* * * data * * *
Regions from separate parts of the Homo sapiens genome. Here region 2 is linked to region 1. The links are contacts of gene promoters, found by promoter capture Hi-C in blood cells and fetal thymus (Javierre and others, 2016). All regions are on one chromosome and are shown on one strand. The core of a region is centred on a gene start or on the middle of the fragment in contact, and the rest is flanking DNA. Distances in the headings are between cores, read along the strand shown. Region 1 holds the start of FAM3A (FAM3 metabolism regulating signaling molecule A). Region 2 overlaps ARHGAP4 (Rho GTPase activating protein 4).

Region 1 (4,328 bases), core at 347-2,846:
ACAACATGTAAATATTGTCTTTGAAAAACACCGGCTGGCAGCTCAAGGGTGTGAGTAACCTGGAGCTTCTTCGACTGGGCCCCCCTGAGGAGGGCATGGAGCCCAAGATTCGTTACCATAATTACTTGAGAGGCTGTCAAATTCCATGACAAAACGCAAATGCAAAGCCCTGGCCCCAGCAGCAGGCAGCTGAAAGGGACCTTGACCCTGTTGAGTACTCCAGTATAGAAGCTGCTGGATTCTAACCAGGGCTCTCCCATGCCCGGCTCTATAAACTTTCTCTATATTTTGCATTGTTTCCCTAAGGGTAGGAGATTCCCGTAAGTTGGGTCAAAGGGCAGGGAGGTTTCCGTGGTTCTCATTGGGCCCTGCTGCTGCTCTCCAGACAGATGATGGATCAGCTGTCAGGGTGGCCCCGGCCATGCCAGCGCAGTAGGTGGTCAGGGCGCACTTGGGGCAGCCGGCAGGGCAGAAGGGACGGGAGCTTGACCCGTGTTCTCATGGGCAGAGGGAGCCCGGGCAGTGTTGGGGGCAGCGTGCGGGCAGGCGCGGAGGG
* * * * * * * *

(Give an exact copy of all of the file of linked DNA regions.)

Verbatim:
Regions from separate parts of the Homo sapiens genome. Here region 2 is linked to region 1. The links are contacts of gene promoters, found by promoter capture Hi-C in blood cells and fetal thymus (Javierre and others, 2016). All regions are on one chromosome and are shown on one strand. The core of a region is centred on a gene start or on the middle of the fragment in contact, and the rest is flanking DNA. Distances in the headings are between cores, read along the strand shown. Region 1 holds the start of FAM3A (FAM3 metabolism regulating signaling molecule A). Region 2 overlaps ARHGAP4 (Rho GTPase activating protein 4).

Region 1 (4,328 bases), core at 347-2,846:
ACAACATGTAAATATTGTCTTTGAAAAACACCGGCTGGCAGCTCAAGGGTGTGAGTAACCTGGAGCTTCTTCGACTGGGCCCCCCTGAGGAGGGCATGGAGCCCAAGATTCGTTACCATAATTACTTGAGAGGCTGTCAAATTCCATGACAAAACGCAAATGCAAAGCCCTGGCCCCAGCAGCAGGCAGCTGAAAGGGACCTTGACCCTGTTGAGTACTCCAGTATAGAAGCTGCTGGATTCTAACCAGGGCTCTCCCATGCCCGGCTCTATAAACTTTCTCTATATTTTGCATTGTTTCCCTAAGGGTAGGAGATTCCCGTAAGTTGGGTCAAAGGGCAGGGAGGTTTCCGTGGTTCTCATTGGGCCCTGCTGCTGCTCTCCAGACAGATGATGGATCAGCTGTCAGGGTGGCCCCGGCCATGCCAGCGCAGTAGGTGGTCAGGGCGCACTTGGGGCAGCCGGCAGGGCAGAAGGGACGGGAGCTTGACCCGTGTTCTCATGGGCAGAGGGAGCCCGGGCAGTGTTGGGGGCAGCGTGCGGGCAGGCGCGGAGGG